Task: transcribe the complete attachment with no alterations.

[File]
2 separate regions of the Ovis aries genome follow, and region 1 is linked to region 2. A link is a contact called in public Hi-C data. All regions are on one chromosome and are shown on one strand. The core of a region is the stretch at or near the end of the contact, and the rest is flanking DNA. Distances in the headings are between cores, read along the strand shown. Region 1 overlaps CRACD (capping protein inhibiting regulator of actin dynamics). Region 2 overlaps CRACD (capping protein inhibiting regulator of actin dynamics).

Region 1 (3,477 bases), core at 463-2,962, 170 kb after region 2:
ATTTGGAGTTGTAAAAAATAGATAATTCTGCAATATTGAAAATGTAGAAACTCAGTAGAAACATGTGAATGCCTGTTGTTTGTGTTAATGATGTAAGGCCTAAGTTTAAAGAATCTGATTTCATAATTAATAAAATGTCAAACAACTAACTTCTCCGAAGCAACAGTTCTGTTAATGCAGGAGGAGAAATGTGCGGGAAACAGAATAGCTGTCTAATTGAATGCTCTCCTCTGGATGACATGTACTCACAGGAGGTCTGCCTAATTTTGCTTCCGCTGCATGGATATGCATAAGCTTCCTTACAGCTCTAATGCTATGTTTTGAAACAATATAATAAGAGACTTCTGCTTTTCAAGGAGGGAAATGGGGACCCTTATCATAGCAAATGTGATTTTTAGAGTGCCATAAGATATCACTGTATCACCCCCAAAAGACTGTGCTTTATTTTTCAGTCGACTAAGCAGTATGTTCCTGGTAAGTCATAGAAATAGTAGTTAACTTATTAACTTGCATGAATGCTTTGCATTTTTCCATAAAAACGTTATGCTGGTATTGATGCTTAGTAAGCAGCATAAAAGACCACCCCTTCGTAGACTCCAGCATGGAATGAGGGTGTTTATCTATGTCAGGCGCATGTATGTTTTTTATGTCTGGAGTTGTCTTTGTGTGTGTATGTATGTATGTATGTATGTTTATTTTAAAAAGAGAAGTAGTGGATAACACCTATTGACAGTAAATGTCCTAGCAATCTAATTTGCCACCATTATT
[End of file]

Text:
2 separate regions of the Ovis aries genome follow, and region 1 is linked to region 2. A link is a contact called in public Hi-C data. All regions are on one chromosome and are shown on one strand. The core of a region is the stretch at or near the end of the contact, and the rest is flanking DNA. Distances in the headings are between cores, read along the strand shown. Region 1 overlaps CRACD (capping protein inhibiting regulator of actin dynamics). Region 2 overlaps CRACD (capping protein inhibiting regulator of actin dynamics).

Region 1 (3,477 bases), core at 463-2,962, 170 kb after region 2:
ATTTGGAGTTGTAAAAAATAGATAATTCTGCAATATTGAAAATGTAGAAACTCAGTAGAAACATGTGAATGCCTGTTGTTTGTGTTAATGATGTAAGGCCTAAGTTTAAAGAATCTGATTTCATAATTAATAAAATGTCAAACAACTAACTTCTCCGAAGCAACAGTTCTGTTAATGCAGGAGGAGAAATGTGCGGGAAACAGAATAGCTGTCTAATTGAATGCTCTCCTCTGGATGACATGTACTCACAGGAGGTCTGCCTAATTTTGCTTCCGCTGCATGGATATGCATAAGCTTCCTTACAGCTCTAATGCTATGTTTTGAAACAATATAATAAGAGACTTCTGCTTTTCAAGGAGGGAAATGGGGACCCTTATCATAGCAAATGTGATTTTTAGAGTGCCATAAGATATCACTGTATCACCCCCAAAAGACTGTGCTTTATTTTTCAGTCGACTAAGCAGTATGTTCCTGGTAAGTCATAGAAATAGTAGTTAACTTATTAACTTGCATGAATGCTTTGCATTTTTCCATAAAAACGTTATGCTGGTATTGATGCTTAGTAAGCAGCATAAAAGACCACCCCTTCGTAGACTCCAGCATGGAATGAGGGTGTTTATCTATGTCAGGCGCATGTATGTTTTTTATGTCTGGAGTTGTCTTTGTGTGTGTATGTATGTATGTATGTATGTTTATTTTAAAAAGAGAAGTAGTGGATAACACCTATTGACAGTAAATGTCCTAGCAATCTAATTTGCCACCATTATT